In an effort to become an end-to-end Data & Analytics platform (being able to ingest data, wrangle & pre-process data, understand various types of data), Google needs to strengthen its Data Integration / Data Preparation / Data Wrangling capabilities. Hence the collaboration with Trifacta to create Google Cloud Dataprep. Both BigQuery and other (cloud) data sources whether in the Google cloud, on premises or another cloud will be served through Looker.
Looker will be “an excellent complement to the BigQuery cloud data warehouse and the new Anthos hybrid-cloud offering” says James Kobielus, a lead analyst at SiliconANGLE sister market research firm Wikibon.
“Why would Google choose to invest in Looker?”
“1. Smart Analytics Platform”
Firstly, Google did not have a real front-end tool for slicing and dicing data. Microsoft has PowerBI and Amazon offers QuickSight. Oracle offers OAC in the Oracle Cloud, but I guess they have to do more efforts to be multi-cloud.
Secondly, on top of lacking a real BI Platform, Looker’s products are built to take advantage of the modern data storage platforms, such as Snowflake and Google’s BigQuery. Central in Looker’s product offering is a proprietary language; LookML. This centralized Data Modeling language is an extension on top of SQL and enables governance, which promotes consistency and reuse. There is a central place to define and model your data, being a single point of access to analyze and visualize the data.
“Three waves of BI”
According to Bien, there are three waves of BI. Number one being the big monolithic stacks like Business Objects, Cognos and Microstrategy. The second wave of BI systems did things separately, like data preparation or visualization like Qlik and Tableau. The answer to the changing data infrastructure is in wave three where tools like Looker offer a new complete data platform.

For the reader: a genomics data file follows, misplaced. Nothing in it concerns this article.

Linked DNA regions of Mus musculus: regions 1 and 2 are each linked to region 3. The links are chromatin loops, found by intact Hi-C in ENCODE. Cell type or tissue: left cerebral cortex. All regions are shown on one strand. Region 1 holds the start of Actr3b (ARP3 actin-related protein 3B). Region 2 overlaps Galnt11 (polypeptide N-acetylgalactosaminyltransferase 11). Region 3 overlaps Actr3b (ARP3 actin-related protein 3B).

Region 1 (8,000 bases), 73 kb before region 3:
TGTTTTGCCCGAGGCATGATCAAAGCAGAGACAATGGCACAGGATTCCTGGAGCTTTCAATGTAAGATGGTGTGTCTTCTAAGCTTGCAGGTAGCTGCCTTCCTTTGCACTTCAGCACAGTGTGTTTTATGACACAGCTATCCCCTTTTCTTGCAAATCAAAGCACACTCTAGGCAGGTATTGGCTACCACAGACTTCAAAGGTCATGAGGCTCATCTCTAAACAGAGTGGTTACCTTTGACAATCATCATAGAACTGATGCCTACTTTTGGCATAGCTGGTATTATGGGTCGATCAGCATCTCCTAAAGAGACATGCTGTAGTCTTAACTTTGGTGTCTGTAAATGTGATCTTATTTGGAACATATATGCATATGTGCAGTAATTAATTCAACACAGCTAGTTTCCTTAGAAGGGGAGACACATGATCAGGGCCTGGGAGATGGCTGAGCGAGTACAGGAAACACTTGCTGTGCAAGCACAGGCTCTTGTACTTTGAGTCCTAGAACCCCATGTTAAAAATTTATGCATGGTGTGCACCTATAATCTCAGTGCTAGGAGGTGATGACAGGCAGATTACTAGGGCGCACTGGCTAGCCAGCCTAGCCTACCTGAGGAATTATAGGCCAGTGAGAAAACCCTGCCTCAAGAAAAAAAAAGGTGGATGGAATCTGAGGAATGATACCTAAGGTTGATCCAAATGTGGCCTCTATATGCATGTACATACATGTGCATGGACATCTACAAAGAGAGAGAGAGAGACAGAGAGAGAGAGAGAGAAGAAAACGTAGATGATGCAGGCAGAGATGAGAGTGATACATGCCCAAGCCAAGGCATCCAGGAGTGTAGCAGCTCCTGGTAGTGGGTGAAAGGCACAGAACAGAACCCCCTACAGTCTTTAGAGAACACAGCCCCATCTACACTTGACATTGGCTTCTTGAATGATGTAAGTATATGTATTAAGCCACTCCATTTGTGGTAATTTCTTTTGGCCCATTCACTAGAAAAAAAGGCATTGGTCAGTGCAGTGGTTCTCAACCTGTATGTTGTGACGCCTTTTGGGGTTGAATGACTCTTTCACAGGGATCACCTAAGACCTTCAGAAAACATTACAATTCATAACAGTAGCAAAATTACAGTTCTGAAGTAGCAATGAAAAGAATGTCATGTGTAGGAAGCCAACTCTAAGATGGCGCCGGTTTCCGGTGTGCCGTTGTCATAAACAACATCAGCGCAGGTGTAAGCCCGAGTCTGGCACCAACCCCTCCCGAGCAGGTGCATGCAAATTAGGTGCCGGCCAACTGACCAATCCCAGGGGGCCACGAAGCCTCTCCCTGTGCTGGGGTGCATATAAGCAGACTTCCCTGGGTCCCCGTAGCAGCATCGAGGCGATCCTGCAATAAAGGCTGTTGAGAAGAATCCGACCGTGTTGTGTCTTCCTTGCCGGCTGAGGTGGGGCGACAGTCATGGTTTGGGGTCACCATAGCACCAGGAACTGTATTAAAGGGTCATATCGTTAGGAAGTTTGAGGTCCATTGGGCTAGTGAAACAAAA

“3. Overlapping customers”
Last but not least the two companies share more than 350 customers, giving Google the opportunity to up-sell to other parts of the Looker customer base.
The fact that Looker joins the Google Cloud is not the first; For instance Alteryx bought ClearStory Data; “an enterprise-scale, continuous intelligence analytics solution for complex and unstructured data” earlier this year. According to Alteryx; “The acquisition of ClearStory Data will help Alteryx continue to be a leading innovator of a code-free platform for citizen data scientists and a code-friendly one for trained statistician”.
In addition to the above, a few more announcements have been made in the Data & Analytics atmosphere. For example Microsoft introduced AI Builder for Power Platform. Further Logi Analytics and Zoomdata joined forces. Also Periscope Data is combining forces with Sisense.
In the meantime also Oracle and Microsoft announced an interoperability partnership. Together, Oracle Cloud and Microsoft Azure are making multi-cloud a reality. And while I am writing this blogpost another big announcement is made in the Data & Analytics area; “Salesforce signs Definitive Agreement to acquire Tableau”. More details here. Personally I didn’t see that coming. For me it also would have made sense for AWS to acquire Tableau. Who will be next?
Thanks for reading.